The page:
With so many rules and regulations, selling life insurance or annuities can be a minefield for advisors. But by following these five “don’ts,” you can walk the straight and narrow and help your clients achieve financial success.

1. Don’t misrepresent your products.

Inform prospects of the legitimate differences between your products and company and those of your competitors. Document your statements with objective, third-party articles, studies and websites. Never make false statements about government benefits (such as Social Security or FDIC insurance) just to make a sale. Near use fear mongering to sell a product. Highlighting the benefits of a product makes customers really want to buy. People who buy out of fear feel they have been forced to buy. When weak agents resort to this tactic, their sales lack depth and staying power, resulting in “buyers remorse.”

2. Don’t ignore your company’s new business/suitability procedures.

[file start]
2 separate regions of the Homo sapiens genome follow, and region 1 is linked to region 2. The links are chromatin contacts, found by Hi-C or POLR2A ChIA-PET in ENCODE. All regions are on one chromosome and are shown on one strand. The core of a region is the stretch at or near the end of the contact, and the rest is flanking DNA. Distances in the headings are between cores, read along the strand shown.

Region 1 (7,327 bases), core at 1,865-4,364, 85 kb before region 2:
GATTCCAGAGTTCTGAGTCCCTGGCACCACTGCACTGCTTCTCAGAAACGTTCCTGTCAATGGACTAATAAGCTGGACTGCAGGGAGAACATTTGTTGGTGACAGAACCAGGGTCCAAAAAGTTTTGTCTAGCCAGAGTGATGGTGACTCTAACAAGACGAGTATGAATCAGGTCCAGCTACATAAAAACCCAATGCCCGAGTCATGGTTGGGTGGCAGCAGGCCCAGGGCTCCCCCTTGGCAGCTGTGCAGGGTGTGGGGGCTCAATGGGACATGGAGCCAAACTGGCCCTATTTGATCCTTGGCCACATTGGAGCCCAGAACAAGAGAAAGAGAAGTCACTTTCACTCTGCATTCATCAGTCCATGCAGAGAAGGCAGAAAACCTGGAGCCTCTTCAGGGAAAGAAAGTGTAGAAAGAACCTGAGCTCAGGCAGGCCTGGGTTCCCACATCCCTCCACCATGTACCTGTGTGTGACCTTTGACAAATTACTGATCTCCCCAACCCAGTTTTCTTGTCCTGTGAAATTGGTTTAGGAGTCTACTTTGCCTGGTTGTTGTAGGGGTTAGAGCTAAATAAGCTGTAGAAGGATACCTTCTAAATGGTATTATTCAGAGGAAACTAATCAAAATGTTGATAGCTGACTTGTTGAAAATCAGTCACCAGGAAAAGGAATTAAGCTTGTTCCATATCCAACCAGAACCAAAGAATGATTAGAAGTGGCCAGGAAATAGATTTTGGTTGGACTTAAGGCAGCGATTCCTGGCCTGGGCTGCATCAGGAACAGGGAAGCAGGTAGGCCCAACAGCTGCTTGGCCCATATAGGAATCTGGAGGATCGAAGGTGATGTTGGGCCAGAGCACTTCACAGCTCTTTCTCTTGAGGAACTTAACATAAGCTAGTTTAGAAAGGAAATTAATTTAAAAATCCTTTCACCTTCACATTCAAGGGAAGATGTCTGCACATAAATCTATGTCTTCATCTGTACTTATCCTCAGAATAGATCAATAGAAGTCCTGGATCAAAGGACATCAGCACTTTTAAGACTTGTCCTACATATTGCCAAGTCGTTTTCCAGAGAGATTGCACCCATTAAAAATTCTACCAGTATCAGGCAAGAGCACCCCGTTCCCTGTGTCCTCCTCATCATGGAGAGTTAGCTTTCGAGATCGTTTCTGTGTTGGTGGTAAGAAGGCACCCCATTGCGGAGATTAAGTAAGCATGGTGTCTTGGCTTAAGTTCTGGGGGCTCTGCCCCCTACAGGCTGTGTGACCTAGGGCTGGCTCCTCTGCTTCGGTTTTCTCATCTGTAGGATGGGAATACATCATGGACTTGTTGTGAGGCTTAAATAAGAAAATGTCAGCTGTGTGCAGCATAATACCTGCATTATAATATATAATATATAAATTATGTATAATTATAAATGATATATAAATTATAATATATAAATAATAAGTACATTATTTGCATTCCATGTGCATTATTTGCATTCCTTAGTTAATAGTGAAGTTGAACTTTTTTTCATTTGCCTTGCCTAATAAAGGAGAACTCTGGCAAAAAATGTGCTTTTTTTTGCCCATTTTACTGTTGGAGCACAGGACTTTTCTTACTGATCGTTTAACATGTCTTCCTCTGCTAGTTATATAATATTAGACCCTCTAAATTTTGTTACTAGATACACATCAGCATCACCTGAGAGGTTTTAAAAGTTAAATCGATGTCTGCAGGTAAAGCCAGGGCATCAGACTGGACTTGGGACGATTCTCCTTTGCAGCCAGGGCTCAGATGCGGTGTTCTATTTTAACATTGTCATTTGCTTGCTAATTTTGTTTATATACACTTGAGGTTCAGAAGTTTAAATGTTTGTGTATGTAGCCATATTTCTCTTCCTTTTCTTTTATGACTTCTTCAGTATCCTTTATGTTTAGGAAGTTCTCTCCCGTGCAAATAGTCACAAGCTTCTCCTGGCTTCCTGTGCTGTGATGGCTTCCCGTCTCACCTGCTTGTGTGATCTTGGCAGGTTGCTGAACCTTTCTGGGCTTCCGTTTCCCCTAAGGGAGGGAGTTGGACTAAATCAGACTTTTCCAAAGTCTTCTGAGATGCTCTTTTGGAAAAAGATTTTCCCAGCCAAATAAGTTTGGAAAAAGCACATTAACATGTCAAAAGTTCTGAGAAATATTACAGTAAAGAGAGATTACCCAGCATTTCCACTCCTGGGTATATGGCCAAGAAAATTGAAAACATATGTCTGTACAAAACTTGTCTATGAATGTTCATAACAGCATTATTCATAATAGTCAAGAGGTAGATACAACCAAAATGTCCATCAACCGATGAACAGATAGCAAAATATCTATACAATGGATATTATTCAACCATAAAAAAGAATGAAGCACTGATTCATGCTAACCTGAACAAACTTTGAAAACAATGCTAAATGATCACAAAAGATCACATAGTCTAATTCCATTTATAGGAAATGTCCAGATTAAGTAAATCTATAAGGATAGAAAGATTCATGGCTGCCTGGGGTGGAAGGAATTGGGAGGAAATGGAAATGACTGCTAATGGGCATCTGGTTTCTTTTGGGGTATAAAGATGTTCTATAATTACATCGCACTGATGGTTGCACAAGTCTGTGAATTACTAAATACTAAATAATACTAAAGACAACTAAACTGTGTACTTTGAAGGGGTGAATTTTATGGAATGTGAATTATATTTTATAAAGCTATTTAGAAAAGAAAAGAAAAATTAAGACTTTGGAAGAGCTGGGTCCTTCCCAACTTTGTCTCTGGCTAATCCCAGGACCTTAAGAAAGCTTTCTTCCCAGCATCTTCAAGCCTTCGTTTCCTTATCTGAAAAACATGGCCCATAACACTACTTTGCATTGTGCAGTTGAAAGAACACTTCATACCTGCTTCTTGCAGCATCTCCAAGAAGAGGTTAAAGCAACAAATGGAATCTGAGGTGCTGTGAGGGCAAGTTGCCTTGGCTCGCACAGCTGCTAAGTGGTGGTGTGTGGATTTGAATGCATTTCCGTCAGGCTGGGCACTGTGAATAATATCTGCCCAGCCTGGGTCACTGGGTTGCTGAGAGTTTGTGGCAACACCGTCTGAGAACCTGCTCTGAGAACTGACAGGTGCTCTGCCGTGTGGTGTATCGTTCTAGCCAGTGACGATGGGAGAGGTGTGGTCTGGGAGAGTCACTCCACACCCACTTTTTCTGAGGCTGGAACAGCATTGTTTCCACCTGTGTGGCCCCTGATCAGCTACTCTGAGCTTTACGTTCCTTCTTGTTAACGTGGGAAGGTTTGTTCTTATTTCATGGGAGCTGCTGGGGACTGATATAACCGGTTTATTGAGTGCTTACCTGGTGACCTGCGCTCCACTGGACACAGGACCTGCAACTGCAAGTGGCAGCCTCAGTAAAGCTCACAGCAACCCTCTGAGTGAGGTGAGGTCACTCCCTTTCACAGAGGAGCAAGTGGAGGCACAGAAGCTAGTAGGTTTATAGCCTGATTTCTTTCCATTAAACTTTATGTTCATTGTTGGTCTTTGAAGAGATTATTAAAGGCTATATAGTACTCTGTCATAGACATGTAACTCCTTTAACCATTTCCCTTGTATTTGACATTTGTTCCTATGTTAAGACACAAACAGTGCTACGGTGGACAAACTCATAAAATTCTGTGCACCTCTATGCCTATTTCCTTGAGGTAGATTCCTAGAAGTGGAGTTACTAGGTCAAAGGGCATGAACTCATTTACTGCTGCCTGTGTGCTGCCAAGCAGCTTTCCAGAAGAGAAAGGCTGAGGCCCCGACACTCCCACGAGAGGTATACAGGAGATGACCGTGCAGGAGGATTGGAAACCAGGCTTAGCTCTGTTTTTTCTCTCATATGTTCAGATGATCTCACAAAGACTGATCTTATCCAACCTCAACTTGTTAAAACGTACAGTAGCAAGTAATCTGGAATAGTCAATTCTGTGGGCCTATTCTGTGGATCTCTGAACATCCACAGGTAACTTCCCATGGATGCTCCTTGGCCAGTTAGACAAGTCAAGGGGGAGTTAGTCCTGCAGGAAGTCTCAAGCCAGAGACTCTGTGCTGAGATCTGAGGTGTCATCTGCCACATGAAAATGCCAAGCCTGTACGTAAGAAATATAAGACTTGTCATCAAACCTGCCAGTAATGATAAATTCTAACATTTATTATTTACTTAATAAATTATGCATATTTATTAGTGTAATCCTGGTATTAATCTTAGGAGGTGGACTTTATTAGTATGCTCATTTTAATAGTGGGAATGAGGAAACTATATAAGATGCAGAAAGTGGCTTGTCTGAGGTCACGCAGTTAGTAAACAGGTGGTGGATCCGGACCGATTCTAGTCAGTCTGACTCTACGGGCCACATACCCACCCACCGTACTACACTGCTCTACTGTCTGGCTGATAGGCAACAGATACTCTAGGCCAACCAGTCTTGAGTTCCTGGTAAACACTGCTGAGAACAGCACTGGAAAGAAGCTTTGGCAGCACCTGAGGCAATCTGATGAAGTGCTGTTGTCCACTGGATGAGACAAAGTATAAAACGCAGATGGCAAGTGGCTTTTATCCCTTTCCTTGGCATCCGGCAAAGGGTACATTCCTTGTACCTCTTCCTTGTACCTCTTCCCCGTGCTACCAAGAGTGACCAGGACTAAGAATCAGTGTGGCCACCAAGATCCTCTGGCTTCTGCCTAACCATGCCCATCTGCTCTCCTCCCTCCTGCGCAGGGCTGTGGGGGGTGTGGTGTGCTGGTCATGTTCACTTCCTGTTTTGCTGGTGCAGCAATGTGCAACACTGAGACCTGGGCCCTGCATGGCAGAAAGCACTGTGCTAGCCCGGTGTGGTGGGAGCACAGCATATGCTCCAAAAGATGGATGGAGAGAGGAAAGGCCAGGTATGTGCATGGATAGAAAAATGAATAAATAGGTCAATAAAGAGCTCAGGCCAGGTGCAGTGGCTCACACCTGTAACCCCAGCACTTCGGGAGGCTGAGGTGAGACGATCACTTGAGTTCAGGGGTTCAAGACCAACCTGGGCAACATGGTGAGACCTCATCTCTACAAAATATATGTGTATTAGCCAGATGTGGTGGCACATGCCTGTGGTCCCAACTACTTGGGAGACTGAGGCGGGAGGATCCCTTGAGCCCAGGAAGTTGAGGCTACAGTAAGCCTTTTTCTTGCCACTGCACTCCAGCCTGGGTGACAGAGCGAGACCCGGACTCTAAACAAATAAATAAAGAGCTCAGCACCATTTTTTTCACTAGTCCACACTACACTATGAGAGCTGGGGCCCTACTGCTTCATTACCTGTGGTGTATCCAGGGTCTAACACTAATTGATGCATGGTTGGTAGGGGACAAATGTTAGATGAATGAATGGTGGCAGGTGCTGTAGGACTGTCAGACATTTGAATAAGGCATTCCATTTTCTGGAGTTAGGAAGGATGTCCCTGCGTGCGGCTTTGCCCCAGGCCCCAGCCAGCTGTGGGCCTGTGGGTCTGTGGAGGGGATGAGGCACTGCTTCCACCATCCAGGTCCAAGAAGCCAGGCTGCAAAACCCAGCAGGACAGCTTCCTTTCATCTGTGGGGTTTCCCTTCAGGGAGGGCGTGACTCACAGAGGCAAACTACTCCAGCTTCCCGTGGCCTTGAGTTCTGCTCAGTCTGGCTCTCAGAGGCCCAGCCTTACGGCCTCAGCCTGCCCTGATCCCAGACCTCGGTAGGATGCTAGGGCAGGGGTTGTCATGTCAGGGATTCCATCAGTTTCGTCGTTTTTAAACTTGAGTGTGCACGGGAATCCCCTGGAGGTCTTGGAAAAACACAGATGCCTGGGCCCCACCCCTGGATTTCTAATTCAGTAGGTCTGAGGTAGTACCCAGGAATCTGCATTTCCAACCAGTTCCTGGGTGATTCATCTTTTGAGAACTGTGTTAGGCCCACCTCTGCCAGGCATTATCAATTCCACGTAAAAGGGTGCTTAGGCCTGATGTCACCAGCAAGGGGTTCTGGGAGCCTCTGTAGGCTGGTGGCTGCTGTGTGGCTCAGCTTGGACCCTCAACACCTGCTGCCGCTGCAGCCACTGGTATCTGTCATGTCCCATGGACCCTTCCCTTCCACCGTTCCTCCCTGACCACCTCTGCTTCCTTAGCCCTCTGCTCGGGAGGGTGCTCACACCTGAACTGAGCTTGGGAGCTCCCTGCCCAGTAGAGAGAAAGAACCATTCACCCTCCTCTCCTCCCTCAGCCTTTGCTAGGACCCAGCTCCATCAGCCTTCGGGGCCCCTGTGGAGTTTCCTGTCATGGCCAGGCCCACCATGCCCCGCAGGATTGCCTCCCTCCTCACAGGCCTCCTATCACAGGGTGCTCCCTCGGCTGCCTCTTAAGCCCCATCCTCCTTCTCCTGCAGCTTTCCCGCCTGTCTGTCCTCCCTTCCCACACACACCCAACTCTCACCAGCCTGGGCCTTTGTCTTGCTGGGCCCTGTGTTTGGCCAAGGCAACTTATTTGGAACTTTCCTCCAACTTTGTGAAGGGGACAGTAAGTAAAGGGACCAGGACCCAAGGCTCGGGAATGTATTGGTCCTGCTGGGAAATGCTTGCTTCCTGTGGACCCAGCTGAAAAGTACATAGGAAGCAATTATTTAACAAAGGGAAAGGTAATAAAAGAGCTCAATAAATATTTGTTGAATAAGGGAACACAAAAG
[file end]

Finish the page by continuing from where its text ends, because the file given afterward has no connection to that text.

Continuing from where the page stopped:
Appoint a Chief Truth Officer (CTO). This might be your assistant, a colleague, or even you. His or her role? To review all client-facing statements in documents or presentations to assure a 100 percent Truth Standard in every public statement or interaction. This function would take place before content is submitted to broker-dealers, carriers and regulatory bodies.

3. Don’t build your business on replacements.

After a sale is completed, unethical advisors abandon clients in pursuit of their next client — and next sale. They don’t realize the value of nurturing existing, long-term relationships with their current clientele.

4. Don’t ignore client complaints.

Unethical advisors frequently brush off a client’s legitimate concerns and complaints. They also blow off client requests and hardly ever return client phone calls promptly. Be aware: In the age of Yelp and Angie’s List, a dispute between an advisor and client will not remain private for long. Your client can air their complaints for all the Internet to see.

5. Don’t sell outside your license and/or expertise.

Unethical advisors claim to have earned credentials they don’t have or overplay the flimsy ones they do have. Or they claim to be able to sell a certain product or service without really having the required experience. Result: They leave themselves in the tenuous position of not being able to deliver on their promises. And when they fail to deliver, they lose sales to their competitors and lose the prospect’s trust.

See also: The top five “dos” for financial advisors